Lake States Business Trends – March 2024

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Among the factors for the recent slowdown in many lumber yards throughout the Lake States, a Michigan lumberman recently suggested that a “lack of vision” loomed as a primary culprit in the downturn.

“It is kind of odd,” he noted. “Six months ago, customers had a little pep in their step. Usually we’d say that (the market) is ‘slow, but it will pick up in a couple weeks.’ Now, people have week-to-week or even day-to-day vision.

“Instead of saying, ‘go ahead and bring (the lumber) in. Let’s go ahead and do this,’” he added. “Customers are now waiting. Our overall volume is similar to six months ago. However, it goes right back again to the customers.”

The source, who specializes in Hard Maple, Red and White Oak and Hickory cut to 4/4 thickness, said that other conditions have led to the “lack of vision” in the market.

“There is a general slowdown in this industry for Hardwood products,” he said. “It is spurred by things like interest rates, the time of the year and Hardwood alternatives. Instead of solid wood floors, people have gone to luxury vinyl plank flooring. High Density Fiber products are replacing Hardwood in many cases.”

Due to many of these factors, the source said he doesn’t expect things to rebound until the third quarter of 2024.

“Demand is down and so is supply,” he said. “It is hard right now to convert a log into lumber and make a profit. A lot of these sawmillers, they know the price of the timber that they have and they are not bringing it in. If demand finally picks up there is going to be a gap out here where there is not enough lumber to supply the demand.

“We are producing a lot of rustic grade and 2 Common and not enough 1 Common,” he continued. “Most people have 2 Common White Oak but no 1 Common or prime. Logs have so much value now, they are not making it to a sawmill. The logs you’re left with are low grade logs.”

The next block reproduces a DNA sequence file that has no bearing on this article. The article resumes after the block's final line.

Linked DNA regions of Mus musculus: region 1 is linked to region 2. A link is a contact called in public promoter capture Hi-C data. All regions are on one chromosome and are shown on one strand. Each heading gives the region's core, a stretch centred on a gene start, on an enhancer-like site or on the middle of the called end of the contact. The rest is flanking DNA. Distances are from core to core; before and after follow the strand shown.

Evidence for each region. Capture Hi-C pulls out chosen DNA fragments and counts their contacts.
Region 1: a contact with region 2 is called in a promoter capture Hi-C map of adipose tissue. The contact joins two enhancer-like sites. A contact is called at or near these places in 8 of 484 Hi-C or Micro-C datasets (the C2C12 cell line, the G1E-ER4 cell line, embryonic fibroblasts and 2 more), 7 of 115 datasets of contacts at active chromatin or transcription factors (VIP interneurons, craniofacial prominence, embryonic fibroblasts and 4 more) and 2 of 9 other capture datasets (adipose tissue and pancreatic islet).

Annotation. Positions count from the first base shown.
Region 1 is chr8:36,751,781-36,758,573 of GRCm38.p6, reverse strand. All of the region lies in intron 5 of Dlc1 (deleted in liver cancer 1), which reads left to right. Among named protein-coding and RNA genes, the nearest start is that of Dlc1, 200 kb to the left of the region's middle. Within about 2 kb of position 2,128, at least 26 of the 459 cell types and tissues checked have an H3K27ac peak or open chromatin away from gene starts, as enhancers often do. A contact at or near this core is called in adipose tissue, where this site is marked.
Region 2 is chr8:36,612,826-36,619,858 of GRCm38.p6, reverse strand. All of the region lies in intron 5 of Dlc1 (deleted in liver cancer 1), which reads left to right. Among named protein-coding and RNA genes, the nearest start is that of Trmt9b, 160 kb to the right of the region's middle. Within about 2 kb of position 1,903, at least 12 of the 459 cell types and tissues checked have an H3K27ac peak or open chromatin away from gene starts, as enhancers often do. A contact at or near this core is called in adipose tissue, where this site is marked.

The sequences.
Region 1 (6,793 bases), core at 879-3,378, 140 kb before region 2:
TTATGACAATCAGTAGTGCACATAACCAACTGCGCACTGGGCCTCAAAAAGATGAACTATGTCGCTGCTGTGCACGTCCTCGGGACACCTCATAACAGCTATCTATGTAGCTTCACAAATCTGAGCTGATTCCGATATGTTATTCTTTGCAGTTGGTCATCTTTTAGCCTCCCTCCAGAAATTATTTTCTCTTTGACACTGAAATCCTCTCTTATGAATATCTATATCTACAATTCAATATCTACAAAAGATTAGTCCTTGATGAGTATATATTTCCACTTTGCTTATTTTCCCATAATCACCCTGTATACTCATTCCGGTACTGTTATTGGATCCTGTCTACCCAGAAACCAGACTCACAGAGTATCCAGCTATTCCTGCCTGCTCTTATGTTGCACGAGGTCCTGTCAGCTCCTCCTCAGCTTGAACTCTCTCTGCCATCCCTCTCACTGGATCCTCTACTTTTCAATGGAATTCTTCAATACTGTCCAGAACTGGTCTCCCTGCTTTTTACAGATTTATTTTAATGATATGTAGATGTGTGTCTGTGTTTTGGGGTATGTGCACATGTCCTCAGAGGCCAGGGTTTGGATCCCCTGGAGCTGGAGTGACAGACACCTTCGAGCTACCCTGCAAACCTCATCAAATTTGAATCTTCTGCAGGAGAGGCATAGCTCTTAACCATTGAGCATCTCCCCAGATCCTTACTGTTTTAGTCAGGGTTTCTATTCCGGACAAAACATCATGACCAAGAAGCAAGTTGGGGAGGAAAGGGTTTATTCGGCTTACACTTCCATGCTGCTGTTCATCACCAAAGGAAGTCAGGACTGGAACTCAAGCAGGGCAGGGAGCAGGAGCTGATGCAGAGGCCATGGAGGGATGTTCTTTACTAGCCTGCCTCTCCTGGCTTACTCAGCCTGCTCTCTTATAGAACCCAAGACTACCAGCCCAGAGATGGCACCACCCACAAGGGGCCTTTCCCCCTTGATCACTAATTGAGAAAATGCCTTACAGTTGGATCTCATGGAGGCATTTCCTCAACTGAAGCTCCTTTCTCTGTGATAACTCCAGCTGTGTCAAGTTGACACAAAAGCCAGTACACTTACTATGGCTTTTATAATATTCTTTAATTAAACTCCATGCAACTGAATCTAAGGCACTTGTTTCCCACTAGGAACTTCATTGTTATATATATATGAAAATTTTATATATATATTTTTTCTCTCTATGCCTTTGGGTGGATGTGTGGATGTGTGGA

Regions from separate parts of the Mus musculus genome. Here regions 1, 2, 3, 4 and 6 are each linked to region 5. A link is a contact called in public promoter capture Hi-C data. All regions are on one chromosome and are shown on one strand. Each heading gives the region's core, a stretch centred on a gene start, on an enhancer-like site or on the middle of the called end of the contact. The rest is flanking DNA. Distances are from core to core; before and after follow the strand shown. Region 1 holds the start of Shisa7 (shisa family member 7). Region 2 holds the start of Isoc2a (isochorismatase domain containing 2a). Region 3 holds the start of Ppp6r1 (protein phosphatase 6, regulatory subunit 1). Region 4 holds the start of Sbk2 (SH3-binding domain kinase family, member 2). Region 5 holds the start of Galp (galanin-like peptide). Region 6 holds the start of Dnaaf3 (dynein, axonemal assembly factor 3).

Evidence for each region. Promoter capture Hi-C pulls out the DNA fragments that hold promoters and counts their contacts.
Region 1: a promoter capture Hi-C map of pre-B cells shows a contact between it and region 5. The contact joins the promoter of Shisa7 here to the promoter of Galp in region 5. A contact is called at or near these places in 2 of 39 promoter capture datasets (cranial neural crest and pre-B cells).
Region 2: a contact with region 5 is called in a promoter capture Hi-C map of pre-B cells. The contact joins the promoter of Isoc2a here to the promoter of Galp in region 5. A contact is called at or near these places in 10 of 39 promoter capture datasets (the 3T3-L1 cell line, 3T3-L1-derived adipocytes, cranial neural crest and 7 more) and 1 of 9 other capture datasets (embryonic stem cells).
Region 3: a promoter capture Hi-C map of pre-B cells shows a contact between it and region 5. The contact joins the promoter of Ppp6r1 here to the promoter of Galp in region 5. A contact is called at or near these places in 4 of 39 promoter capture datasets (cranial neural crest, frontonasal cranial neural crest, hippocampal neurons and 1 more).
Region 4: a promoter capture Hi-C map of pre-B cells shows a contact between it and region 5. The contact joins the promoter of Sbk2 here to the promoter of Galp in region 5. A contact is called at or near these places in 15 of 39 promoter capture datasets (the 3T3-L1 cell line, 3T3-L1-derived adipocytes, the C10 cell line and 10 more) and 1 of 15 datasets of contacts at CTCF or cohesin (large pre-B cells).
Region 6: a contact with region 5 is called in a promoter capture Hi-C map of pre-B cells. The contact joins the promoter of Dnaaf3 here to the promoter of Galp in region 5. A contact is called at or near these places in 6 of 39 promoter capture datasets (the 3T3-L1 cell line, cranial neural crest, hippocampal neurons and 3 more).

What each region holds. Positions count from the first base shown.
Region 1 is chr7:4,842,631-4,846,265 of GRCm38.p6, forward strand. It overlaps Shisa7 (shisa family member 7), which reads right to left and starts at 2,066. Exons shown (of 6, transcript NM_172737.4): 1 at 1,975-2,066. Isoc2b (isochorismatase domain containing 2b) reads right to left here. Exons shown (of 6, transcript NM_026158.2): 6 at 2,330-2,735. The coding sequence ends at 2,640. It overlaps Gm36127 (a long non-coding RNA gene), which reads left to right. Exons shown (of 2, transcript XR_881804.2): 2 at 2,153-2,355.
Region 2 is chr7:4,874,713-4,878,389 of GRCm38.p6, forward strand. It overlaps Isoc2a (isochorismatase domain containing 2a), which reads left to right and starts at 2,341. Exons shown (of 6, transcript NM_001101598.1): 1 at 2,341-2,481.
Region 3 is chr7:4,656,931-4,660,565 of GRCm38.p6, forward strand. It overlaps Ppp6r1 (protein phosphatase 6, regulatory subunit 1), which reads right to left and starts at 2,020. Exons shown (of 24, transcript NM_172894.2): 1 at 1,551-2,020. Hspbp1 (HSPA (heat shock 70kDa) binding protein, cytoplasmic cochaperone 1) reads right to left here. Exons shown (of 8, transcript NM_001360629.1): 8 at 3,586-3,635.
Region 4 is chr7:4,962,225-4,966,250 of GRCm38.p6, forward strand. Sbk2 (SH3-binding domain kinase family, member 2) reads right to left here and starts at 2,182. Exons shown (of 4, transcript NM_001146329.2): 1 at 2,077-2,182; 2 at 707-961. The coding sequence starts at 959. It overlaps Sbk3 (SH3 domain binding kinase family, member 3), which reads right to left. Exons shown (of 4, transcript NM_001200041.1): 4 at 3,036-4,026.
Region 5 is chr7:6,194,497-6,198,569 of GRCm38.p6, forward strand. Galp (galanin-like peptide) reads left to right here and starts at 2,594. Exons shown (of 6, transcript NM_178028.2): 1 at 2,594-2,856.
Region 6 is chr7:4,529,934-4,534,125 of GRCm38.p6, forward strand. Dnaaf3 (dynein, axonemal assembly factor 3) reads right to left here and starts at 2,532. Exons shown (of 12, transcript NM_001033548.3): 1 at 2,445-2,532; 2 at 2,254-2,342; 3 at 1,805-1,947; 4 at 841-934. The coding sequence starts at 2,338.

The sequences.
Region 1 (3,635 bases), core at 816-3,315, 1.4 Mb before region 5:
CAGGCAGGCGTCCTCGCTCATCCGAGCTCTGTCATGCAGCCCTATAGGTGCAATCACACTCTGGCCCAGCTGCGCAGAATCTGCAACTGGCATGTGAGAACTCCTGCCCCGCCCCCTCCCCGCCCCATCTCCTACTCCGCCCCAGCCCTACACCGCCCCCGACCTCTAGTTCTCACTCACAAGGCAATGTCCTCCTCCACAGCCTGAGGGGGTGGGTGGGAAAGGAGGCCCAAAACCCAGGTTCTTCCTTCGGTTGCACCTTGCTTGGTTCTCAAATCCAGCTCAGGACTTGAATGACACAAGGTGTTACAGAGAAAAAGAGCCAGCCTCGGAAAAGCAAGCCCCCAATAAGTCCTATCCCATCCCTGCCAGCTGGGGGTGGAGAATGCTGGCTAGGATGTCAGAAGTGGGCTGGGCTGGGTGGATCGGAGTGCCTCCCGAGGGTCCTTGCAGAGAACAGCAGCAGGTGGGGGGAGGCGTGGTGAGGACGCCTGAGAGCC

A Minnesota source who primarily sells to contractors and cabinet makers said that Hard Maple sales have “started to come back” but that Cherry is “a problem.”

“White Oak is still moving like crazy,” he said. “And Walnut is always high.”

The lumberman said that 25 percent of his sales come from kiln-dried lumber.

“I wouldn’t say that things are slow right now,” he emphasized. “We have been pretty steady.”

He added that the market has been “very competitive” for home builders since fewer houses are being built.

A Wisconsin lumberman was optimistic that the market would improve after the holidays.

“I thought it would be a lot better,” he expressed. “But we are still waiting for things to take off. Things have been lean for about six months.”

He added that sales in flooring, cabinets and moulding have been “slow but steady.”

Specializing in Hard Maple, Basswood, Red Oak and Ash, this Hardwood business significantly curtailed production to 50,000 feet a day.

One of the markets that the business has temporarily cut out is exports.

“We have not been exporting (Red Oak) to China or Vietnam this year,” he said.

Work has slowed to the point that the mill is only operating 30 hours a week.

“One bright spot is the Hard Maple,” he said. “It has really been picking up.”

Another concern for the source is that there are not enough logs on hand to move before the eventual “break-up,” the unideal period of travel time ranging from 6 to 8 weeks when ice is melting and freezing from the roadways.

An Ohio lumberman also noted that the “weather has been terrible for logging.”

By Miller Wood Trade Publications

The premier online information source for the forest products industry since 1927.

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